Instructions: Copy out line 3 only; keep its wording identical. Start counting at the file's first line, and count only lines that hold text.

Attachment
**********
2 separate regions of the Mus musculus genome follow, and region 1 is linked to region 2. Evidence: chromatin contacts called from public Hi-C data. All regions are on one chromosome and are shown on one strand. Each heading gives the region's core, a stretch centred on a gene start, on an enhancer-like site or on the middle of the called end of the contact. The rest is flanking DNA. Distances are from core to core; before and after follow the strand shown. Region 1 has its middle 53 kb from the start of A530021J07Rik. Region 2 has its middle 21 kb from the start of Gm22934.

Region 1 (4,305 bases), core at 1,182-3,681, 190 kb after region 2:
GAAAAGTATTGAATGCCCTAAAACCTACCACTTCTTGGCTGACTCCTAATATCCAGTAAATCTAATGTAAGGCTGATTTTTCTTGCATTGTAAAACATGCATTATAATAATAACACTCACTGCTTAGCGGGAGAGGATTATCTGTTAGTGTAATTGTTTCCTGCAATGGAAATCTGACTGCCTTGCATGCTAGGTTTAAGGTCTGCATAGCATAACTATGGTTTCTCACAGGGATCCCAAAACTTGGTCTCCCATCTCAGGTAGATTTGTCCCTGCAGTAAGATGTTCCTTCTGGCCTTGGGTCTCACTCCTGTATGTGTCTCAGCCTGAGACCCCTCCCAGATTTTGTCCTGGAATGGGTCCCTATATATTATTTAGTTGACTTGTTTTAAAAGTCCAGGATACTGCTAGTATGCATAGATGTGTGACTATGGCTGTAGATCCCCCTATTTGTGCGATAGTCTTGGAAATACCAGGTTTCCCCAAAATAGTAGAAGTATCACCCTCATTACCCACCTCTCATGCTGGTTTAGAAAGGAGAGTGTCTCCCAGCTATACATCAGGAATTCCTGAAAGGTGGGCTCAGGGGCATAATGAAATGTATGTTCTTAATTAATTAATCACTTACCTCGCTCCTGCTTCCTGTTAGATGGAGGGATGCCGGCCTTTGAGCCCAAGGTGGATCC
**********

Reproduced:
GAAAAGTATTGAATGCCCTAAAACCTACCACTTCTTGGCTGACTCCTAATATCCAGTAAATCTAATGTAAGGCTGATTTTTCTTGCATTGTAAAACATGCATTATAATAATAACACTCACTGCTTAGCGGGAGAGGATTATCTGTTAGTGTAATTGTTTCCTGCAATGGAAATCTGACTGCCTTGCATGCTAGGTTTAAGGTCTGCATAGCATAACTATGGTTTCTCACAGGGATCCCAAAACTTGGTCTCCCATCTCAGGTAGATTTGTCCCTGCAGTAAGATGTTCCTTCTGGCCTTGGGTCTCACTCCTGTATGTGTCTCAGCCTGAGACCCCTCCCAGATTTTGTCCTGGAATGGGTCCCTATATATTATTTAGTTGACTTGTTTTAAAAGTCCAGGATACTGCTAGTATGCATAGATGTGTGACTATGGCTGTAGATCCCCCTATTTGTGCGATAGTCTTGGAAATACCAGGTTTCCCCAAAATAGTAGAAGTATCACCCTCATTACCCACCTCTCATGCTGGTTTAGAAAGGAGAGTGTCTCCCAGCTATACATCAGGAATTCCTGAAAGGTGGGCTCAGGGGCATAATGAAATGTATGTTCTTAATTAATTAATCACTTACCTCGCTCCTGCTTCCTGTTAGATGGAGGGATGCCGGCCTTTGAGCCCAAGGTGGATCC